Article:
Add the lamb, pine nuts, parsley, tomato, 1 tsp. of the sugar, 1 tsp. salt, and some black pepper to the pan.  Continue to cook and stir until the meat is cooked through, about another 8-10 minutes.

Blend the remaining spice mix with the water, lemon juice, tamarind, remaining 2 tsp, sugar, & ½ tsp. salt.  Pour this into the bottom of the eggplant roasting pan(s).  Spoon the lamb mixture generously on top of each eggplant.  Cover your pan(s) with foil, return them to the oven, and roast for 45 minutes to 1 hour, until the eggplants are completely soft.

If you are feeling up to it, you can check the eggplants a few times and baste them with the sauce at the bottom of the pan.  However, you may have a one year old to chase after/dance around the kitchen with, in which case this dish will still taste good even if you don’t baste.

Serve warm.  We cooked up a batch of bulgur to go alongside, and that worked nicely.



What a damn week it’s been.


As a middle school teacher, I hear a lot of bullshit about “kids these days.”  You know: they’re so lazy, they’re so entitled, they’re addicted to their phones, they’re ignorant, they lack the most basic kinds of skills, they always want the easy answer.

These things may be true, at least to some extent, in regards to some kids—but when I look at the way the Boston Marathon bombing played out this week, it wasn’t kids who were guilty of those things.  It was grownups.

I want so many things for my students, and in this world in which they are coming up, I most especially want them to be able to think for themselves.  I want them to be thoughtful consumers of media.  I want them to question; I want them to know what it means to have a reliable source.  I want them to understand the dangers of jumping to conclusions, of lumping people into categories, of not bothering to do the research so you mistake one country for another.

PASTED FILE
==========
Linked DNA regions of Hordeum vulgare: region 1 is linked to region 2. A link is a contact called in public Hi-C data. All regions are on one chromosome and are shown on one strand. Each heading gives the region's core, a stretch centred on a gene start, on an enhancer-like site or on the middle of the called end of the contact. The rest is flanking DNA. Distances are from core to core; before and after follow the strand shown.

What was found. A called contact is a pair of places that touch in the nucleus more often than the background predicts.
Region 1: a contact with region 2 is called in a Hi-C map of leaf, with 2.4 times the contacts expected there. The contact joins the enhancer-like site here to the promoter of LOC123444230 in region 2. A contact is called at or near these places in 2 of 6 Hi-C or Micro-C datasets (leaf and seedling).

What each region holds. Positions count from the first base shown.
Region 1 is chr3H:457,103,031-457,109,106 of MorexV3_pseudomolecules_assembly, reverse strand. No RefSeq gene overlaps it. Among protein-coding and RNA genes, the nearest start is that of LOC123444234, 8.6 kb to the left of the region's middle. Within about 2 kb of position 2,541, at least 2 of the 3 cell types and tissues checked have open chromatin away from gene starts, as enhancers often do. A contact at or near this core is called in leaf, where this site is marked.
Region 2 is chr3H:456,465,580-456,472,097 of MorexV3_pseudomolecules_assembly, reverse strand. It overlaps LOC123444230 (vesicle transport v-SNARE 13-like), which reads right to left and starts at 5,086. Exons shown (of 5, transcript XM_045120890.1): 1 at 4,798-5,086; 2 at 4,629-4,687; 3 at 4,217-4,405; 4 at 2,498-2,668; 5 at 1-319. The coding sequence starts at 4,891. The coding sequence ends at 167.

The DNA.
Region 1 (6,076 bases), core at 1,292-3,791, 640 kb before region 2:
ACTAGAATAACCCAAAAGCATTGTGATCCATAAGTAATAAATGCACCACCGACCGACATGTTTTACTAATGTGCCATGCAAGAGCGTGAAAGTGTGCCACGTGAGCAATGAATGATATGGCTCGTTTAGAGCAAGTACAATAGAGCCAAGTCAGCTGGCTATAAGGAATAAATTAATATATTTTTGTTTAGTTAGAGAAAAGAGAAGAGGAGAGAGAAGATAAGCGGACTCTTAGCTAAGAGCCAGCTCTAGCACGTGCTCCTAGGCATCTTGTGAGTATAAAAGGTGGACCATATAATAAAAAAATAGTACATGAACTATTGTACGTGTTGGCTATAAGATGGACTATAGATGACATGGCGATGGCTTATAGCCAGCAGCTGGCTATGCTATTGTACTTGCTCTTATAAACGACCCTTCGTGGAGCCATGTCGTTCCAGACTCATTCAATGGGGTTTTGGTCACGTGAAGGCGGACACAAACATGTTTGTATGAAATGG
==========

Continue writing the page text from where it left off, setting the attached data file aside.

There is always danger, but there is also, always, beauty.  Alongside the speculation and false reports came symbols of defiance and stories of courage; though there were many who reported or tweeted or posted things before checking to see that they were true, there were also many who spoke as voices of reason, who reminded us of how we do things around here, of what gives us the right to sing our national anthem so proudly.

It’s a question, you know, that last line—“O say, does that star-spangled banner yet wave / O’er the land of the free and the home of the brave?”  It’s not a statement.

I discussed this with my kids on Friday.  When people talk about this line, they usually refer back to the fact that Francis Scott Key was literally looking to see if the American flag was still flying over Ft. McHenry during the War of 1812.   And ever since then, we still look for the physical presence of our flag for reassurance, whether it be that famous photograph taken on Mt. Suribachi at the end of the Battle of Iwo Jima or the raising of the flag post-9/11 by firefighters standing amidst rubble.

It means something to us when our flag flies, or when it flies at half-mast.  It is a reflection of us, of our spirit, or zeitgeist.  And when we ask if that star-spangled banner yet waves, we are not simply asking about a piece of fabric; we are asking if we will remain committed to being who we have said that we will be.  We are reminding ourselves and each other to stay true to who we are: the land of the free and the home of the brave.


recipe slightly adapted from Mario Batali via Food & Wine